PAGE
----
By 1700, about twenty families settled within the western section of the Rowley territory and Georgetown was in the making.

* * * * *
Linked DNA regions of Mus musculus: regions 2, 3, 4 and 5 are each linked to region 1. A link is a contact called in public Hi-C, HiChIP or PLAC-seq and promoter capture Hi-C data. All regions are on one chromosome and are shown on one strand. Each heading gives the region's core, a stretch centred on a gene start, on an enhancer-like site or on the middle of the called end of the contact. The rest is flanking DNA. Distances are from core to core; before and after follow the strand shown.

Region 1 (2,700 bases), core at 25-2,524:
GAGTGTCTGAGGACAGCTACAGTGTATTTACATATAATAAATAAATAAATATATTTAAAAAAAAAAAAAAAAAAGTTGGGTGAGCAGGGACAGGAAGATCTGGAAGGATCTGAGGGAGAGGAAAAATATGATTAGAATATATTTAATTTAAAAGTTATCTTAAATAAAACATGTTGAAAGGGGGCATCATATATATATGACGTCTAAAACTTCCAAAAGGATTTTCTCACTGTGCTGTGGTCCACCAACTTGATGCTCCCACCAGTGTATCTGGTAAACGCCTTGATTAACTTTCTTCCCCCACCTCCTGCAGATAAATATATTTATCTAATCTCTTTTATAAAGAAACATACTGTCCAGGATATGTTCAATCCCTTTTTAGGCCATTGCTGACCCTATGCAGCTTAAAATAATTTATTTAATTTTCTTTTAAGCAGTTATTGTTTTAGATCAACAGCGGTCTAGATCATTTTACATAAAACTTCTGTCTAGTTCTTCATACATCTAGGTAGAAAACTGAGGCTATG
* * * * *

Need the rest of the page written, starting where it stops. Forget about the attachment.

In 1686, Elm Street was the first road opened for public travel in the West Parish. Until that time, East Main Street ended at Elm Street. John Brocklebank built a corduroy road made of logs laid one after the other across his swamp. Swamp Road is Library Street today. Redshanks Hill, at the junction of Central and East Street, was known by that name back in 1715. During the gold fever of 1849, Redshanks Hill and Shute’s pasture (Nelson and Central Streets) were cleared of trees that were used for timber to build ships carrying the 49’ers to California. Until 1740, the road from Rowley (East Main Street) ended at the Elm Street intersection. Travelers went over the highlands east of the village where part of North Street was opened to travel in 1713. The following year Haverhill Street (West Main Street) opened. North Street extended to the Newbury line in 1743. Central Street was only wilderness to the north and south until 1800 when a lane was opened from Main Street to the section near Brook and Nelson streets. Many Chaplin families eventually built their homes and businesses in this area of Georgetown and it became known as Chaplinville.